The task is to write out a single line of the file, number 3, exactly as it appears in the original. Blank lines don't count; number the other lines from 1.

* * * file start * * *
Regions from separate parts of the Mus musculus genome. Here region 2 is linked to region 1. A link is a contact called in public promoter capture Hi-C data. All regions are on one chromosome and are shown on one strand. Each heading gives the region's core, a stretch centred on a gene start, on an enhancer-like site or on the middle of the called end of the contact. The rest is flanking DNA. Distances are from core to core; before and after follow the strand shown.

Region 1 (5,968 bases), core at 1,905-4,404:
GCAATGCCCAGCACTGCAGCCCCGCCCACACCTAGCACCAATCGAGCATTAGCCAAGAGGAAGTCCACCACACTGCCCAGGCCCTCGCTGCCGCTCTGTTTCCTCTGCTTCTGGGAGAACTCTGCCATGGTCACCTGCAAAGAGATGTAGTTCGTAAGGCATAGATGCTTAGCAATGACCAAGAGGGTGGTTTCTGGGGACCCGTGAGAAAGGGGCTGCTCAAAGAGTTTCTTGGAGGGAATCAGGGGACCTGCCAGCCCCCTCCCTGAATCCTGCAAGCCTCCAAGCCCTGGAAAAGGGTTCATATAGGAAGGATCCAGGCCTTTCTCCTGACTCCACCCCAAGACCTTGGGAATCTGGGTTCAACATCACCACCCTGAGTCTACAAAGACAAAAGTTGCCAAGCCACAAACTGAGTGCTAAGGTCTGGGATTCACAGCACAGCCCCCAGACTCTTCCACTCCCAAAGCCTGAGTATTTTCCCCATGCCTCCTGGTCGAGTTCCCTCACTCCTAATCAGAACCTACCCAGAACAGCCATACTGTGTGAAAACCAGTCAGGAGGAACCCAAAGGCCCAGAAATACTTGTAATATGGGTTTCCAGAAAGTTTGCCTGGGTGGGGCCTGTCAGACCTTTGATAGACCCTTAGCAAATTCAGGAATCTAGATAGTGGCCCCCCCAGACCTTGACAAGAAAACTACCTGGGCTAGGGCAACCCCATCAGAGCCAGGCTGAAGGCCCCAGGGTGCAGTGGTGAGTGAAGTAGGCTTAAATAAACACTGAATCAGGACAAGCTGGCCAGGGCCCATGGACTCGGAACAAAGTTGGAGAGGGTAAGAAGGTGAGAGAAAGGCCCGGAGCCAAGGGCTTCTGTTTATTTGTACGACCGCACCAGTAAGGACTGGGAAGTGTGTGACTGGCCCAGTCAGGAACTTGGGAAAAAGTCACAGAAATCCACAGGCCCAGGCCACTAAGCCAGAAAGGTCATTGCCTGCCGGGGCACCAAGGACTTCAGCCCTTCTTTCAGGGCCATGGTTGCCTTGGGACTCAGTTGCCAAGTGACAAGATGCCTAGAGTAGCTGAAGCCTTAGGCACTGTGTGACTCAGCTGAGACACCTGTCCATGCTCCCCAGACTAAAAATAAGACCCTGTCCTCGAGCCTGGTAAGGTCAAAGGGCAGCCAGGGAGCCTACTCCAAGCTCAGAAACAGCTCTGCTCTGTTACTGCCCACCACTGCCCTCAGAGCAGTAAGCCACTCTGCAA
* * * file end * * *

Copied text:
GCAATGCCCAGCACTGCAGCCCCGCCCACACCTAGCACCAATCGAGCATTAGCCAAGAGGAAGTCCACCACACTGCCCAGGCCCTCGCTGCCGCTCTGTTTCCTCTGCTTCTGGGAGAACTCTGCCATGGTCACCTGCAAAGAGATGTAGTTCGTAAGGCATAGATGCTTAGCAATGACCAAGAGGGTGGTTTCTGGGGACCCGTGAGAAAGGGGCTGCTCAAAGAGTTTCTTGGAGGGAATCAGGGGACCTGCCAGCCCCCTCCCTGAATCCTGCAAGCCTCCAAGCCCTGGAAAAGGGTTCATATAGGAAGGATCCAGGCCTTTCTCCTGACTCCACCCCAAGACCTTGGGAATCTGGGTTCAACATCACCACCCTGAGTCTACAAAGACAAAAGTTGCCAAGCCACAAACTGAGTGCTAAGGTCTGGGATTCACAGCACAGCCCCCAGACTCTTCCACTCCCAAAGCCTGAGTATTTTCCCCATGCCTCCTGGTCGAGTTCCCTCACTCCTAATCAGAACCTACCCAGAACAGCCATACTGTGTGAAAACCAGTCAGGAGGAACCCAAAGGCCCAGAAATACTTGTAATATGGGTTTCCAGAAAGTTTGCCTGGGTGGGGCCTGTCAGACCTTTGATAGACCCTTAGCAAATTCAGGAATCTAGATAGTGGCCCCCCCAGACCTTGACAAGAAAACTACCTGGGCTAGGGCAACCCCATCAGAGCCAGGCTGAAGGCCCCAGGGTGCAGTGGTGAGTGAAGTAGGCTTAAATAAACACTGAATCAGGACAAGCTGGCCAGGGCCCATGGACTCGGAACAAAGTTGGAGAGGGTAAGAAGGTGAGAGAAAGGCCCGGAGCCAAGGGCTTCTGTTTATTTGTACGACCGCACCAGTAAGGACTGGGAAGTGTGTGACTGGCCCAGTCAGGAACTTGGGAAAAAGTCACAGAAATCCACAGGCCCAGGCCACTAAGCCAGAAAGGTCATTGCCTGCCGGGGCACCAAGGACTTCAGCCCTTCTTTCAGGGCCATGGTTGCCTTGGGACTCAGTTGCCAAGTGACAAGATGCCTAGAGTAGCTGAAGCCTTAGGCACTGTGTGACTCAGCTGAGACACCTGTCCATGCTCCCCAGACTAAAAATAAGACCCTGTCCTCGAGCCTGGTAAGGTCAAAGGGCAGCCAGGGAGCCTACTCCAAGCTCAGAAACAGCTCTGCTCTGTTACTGCCCACCACTGCCCTCAGAGCAGTAAGCCACTCTGCAA